Freeze herbs in oil, butter or broth

This article, entitled "Freeze herbs in oil, butter or broth," comes from partner site 719woman.com.

I have been freezing herbs for years (ever since I started growing them in pots…you can save TONS of money when you grow them yourself!) but I’ve always frozen them on cookie sheets or in ice-cube trays in water. The other day I read on the Huffington Post, a great article on freezing them in oils, which helps them from browning or getting freezer-burn so I tried it and got excellent results.

This is a great way to use up herbs you grow or buy in the grocery store, especially the ones you buy because they can be expensive and you typically don’t use all of them in a single recipe. Freezing them saves you money because if you don’t use them up, you’ll end up throwing them away. And it saves you time because you can simply pop out a cube and add it to your dish. You can use these frozen herb cubes all year-long in dishes like stews, soups, gravies, sauces, roasts, potato dishes and roasted chickens. Use the tougher, hard herbs like rosemary, sage, oregano or thyme…herbs that you would typically cook in a dish instead of adding after cooking, like basil or dill. I also experimented with freezing some of the herbs in unsalted, melted butter and beef broth (you could do chicken broth too) and again, got excellent results. Here’s how to do it…very easy!

Use fresh herbs from your garden or grocery store. You want to freeze them before they go bad (just like anything you freeze!)

Chop the herbs or use whole leaves or sprigs. I prefer cutting my herbs up with scissors because it seems like I bruise them less.

Pack the wells of your ice-cube tray about 2/3 full. I really like the ice-cube trays you can pick up at the Dollar Tree (2 for $1.00). I have been using the trays I bought there for over a year and they are tough and haven’t cracked.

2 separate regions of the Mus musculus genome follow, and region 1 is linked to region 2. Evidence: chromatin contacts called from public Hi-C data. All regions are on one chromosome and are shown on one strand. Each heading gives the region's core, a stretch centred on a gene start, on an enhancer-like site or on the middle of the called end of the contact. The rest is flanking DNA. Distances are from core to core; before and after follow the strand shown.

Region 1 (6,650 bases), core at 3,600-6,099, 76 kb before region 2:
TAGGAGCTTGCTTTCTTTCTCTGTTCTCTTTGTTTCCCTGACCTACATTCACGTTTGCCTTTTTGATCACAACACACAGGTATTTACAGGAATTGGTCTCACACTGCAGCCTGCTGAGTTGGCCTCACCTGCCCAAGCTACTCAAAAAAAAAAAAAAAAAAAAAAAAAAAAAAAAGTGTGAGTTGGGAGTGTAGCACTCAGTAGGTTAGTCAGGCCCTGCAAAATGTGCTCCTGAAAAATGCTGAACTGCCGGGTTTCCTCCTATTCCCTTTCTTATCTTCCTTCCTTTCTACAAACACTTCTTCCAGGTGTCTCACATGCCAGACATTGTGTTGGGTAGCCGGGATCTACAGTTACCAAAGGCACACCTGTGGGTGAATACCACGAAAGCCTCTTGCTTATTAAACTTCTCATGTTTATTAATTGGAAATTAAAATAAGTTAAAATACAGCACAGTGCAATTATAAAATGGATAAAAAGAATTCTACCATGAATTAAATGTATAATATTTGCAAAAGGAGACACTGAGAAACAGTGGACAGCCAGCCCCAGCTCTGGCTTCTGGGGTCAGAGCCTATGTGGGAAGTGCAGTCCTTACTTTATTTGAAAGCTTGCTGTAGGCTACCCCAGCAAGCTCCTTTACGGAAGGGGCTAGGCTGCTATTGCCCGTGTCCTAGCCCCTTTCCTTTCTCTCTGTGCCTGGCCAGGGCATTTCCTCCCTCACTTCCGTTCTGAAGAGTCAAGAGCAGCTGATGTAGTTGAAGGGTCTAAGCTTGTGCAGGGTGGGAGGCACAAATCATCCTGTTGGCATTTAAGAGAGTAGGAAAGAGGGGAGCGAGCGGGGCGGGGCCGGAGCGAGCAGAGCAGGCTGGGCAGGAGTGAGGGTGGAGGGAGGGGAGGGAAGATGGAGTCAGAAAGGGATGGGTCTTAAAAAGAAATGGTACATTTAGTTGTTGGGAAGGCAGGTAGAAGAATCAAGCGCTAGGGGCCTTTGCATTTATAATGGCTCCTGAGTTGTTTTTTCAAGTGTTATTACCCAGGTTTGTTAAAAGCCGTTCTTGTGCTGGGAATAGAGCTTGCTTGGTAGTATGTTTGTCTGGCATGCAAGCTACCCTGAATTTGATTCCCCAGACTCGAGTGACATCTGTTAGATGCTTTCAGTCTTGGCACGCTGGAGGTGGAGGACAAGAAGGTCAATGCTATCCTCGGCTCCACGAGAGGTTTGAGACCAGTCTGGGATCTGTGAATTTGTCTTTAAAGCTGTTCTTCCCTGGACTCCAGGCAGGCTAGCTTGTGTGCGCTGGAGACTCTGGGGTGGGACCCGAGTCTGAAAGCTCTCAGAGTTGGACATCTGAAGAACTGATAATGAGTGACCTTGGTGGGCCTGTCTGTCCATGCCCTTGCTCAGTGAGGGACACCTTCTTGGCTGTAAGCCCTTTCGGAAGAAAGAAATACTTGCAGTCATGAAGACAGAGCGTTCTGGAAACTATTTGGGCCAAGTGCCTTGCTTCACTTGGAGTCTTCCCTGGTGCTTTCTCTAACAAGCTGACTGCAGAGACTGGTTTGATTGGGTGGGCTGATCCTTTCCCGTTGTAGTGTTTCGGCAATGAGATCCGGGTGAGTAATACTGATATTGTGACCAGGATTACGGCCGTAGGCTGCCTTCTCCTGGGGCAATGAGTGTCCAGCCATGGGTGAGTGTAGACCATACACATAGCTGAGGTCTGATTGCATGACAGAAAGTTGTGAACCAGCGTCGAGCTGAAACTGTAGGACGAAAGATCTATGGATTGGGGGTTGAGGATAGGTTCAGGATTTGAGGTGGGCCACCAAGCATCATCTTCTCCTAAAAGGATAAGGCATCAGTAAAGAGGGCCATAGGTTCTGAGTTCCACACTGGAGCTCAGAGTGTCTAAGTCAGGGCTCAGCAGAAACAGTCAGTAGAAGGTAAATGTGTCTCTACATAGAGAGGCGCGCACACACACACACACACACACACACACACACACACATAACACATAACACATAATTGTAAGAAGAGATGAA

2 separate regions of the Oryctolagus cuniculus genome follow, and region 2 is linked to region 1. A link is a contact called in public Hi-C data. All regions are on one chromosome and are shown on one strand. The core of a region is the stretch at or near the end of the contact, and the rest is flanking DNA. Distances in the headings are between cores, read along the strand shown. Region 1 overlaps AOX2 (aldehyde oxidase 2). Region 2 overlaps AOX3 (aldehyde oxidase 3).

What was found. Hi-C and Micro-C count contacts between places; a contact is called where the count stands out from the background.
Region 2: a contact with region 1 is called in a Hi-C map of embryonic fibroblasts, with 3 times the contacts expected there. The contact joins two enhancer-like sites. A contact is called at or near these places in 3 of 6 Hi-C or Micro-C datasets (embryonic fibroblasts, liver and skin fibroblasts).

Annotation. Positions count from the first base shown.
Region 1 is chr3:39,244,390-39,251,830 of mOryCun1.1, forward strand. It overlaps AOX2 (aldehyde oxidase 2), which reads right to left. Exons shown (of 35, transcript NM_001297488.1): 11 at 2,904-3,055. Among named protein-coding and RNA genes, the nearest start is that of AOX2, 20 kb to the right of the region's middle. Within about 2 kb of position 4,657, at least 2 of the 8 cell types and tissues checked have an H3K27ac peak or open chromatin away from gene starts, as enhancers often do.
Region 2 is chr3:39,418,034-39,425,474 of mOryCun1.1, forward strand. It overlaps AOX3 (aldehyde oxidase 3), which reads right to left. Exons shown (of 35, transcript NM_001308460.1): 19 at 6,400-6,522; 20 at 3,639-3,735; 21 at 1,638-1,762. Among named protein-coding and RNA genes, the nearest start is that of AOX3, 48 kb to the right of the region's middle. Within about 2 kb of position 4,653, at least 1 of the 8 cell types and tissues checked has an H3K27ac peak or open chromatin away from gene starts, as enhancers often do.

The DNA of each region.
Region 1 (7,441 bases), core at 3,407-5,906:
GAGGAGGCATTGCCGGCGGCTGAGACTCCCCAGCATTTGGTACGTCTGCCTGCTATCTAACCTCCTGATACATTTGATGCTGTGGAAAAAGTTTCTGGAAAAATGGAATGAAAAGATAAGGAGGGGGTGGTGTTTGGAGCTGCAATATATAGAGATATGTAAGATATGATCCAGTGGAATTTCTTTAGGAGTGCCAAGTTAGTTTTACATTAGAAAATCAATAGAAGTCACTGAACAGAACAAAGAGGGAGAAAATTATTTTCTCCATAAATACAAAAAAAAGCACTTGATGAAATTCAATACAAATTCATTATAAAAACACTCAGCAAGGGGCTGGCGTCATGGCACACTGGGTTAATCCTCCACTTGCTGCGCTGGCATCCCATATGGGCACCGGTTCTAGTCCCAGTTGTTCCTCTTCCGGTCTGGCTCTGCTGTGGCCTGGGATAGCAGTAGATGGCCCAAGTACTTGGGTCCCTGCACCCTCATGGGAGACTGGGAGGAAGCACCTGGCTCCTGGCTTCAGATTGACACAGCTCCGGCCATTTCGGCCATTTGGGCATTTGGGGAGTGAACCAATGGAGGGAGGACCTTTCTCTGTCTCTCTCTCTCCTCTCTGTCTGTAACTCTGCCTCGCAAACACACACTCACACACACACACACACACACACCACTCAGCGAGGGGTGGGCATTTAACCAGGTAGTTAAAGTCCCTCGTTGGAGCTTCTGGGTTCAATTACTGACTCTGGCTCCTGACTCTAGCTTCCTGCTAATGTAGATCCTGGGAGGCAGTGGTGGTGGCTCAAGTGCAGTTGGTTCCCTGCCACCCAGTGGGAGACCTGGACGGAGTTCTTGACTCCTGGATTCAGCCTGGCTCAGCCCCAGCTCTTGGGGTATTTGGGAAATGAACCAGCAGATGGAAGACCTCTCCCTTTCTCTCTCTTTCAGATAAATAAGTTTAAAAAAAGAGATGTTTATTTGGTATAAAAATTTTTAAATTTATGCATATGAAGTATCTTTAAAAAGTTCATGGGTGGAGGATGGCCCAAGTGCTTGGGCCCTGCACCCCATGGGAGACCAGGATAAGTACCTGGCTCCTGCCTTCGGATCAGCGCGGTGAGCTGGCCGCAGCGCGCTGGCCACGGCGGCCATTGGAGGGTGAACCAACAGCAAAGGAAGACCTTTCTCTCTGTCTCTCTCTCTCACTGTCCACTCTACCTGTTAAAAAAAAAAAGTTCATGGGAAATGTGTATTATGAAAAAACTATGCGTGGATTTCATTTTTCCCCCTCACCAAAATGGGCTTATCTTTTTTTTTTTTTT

You can freeze individual herbs or mix them up…think about what kind of recipes you’ll use them in.

Pour extra virgin olive oil (or really any oil you cook with), unsalted, melted butter or chicken or beef broth in over the herbs.

Cover with plastic wrap and freeze overnight.

Remove the cubes and put in freezer bags or containers…make sure you label and date the bags. (It’s hard to tell what’s what after freezing!)

Here’s a few other things I tried...

I love parsley, sage and rosemary and have tons of all three so I decided to freeze them together with unsalted, melted butter.

I will add these cubes in chicken I cook in the crock pot, in fresh sautéed green beans, and in roasts (just to name a few dishes.)

I have two pots of tarragon (I forgot I had already bought one and then bought another) so I have an abundance of this herb. Tarragon (just fyi) has hints of licorice, mint, pine and pepper and has a slightly bittersweet taste. It’s a perennial and loves hot, sunny spots and doesn’t require a lot of water. Most garden pests dislike the scent and taste of tarragon so it’s great to mix up with other plants to keep the pests away. I like to use it in chicken, fish, egg dishes and I really like it with white beans. It’s also the main component of béarnaise sauce.

I decided to freeze my tarragon in beef broth for when I cook white beans…it makes a healthy, low fat way to cook them and adds great flavor.

I’ll also add these cubes to white bean chili. Had I frozen the tarragon in chicken broth, it would be great in any chicken recipe.

*Remember to label your bags with which herb you froze because it can be difficult to tell them apart after freezing…especially if you freeze them in tray with just water….trust me, I learned this by experience!


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